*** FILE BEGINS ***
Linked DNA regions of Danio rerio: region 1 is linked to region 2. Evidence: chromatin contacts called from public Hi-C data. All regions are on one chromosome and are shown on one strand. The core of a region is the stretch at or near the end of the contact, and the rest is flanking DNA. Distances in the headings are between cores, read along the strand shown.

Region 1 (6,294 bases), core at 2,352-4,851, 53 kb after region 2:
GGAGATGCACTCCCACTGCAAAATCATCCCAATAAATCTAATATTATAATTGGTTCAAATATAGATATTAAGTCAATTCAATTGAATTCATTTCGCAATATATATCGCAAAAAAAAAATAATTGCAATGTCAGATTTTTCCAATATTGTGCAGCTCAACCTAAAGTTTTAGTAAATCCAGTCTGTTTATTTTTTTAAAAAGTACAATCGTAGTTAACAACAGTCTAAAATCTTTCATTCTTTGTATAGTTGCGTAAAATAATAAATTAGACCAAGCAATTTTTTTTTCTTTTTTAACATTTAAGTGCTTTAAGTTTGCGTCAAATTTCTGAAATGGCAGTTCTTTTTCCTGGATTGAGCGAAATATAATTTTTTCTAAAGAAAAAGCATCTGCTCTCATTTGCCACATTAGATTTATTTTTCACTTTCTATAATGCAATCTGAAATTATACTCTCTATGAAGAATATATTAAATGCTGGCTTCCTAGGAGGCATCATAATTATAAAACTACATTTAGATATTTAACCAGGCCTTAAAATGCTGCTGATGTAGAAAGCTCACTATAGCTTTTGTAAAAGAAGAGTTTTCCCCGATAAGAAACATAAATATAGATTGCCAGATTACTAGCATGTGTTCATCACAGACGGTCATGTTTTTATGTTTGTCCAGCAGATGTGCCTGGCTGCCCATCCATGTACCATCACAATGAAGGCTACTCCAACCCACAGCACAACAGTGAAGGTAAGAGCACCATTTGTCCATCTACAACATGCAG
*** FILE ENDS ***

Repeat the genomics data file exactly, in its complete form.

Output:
Linked DNA regions of Danio rerio: region 1 is linked to region 2. Evidence: chromatin contacts called from public Hi-C data. All regions are on one chromosome and are shown on one strand. The core of a region is the stretch at or near the end of the contact, and the rest is flanking DNA. Distances in the headings are between cores, read along the strand shown.

Region 1 (6,294 bases), core at 2,352-4,851, 53 kb after region 2:
GGAGATGCACTCCCACTGCAAAATCATCCCAATAAATCTAATATTATAATTGGTTCAAATATAGATATTAAGTCAATTCAATTGAATTCATTTCGCAATATATATCGCAAAAAAAAAATAATTGCAATGTCAGATTTTTCCAATATTGTGCAGCTCAACCTAAAGTTTTAGTAAATCCAGTCTGTTTATTTTTTTAAAAAGTACAATCGTAGTTAACAACAGTCTAAAATCTTTCATTCTTTGTATAGTTGCGTAAAATAATAAATTAGACCAAGCAATTTTTTTTTCTTTTTTAACATTTAAGTGCTTTAAGTTTGCGTCAAATTTCTGAAATGGCAGTTCTTTTTCCTGGATTGAGCGAAATATAATTTTTTCTAAAGAAAAAGCATCTGCTCTCATTTGCCACATTAGATTTATTTTTCACTTTCTATAATGCAATCTGAAATTATACTCTCTATGAAGAATATATTAAATGCTGGCTTCCTAGGAGGCATCATAATTATAAAACTACATTTAGATATTTAACCAGGCCTTAAAATGCTGCTGATGTAGAAAGCTCACTATAGCTTTTGTAAAAGAAGAGTTTTCCCCGATAAGAAACATAAATATAGATTGCCAGATTACTAGCATGTGTTCATCACAGACGGTCATGTTTTTATGTTTGTCCAGCAGATGTGCCTGGCTGCCCATCCATGTACCATCACAATGAAGGCTACTCCAACCCACAGCACAACAGTGAAGGTAAGAGCACCATTTGTCCATCTACAACATGCAG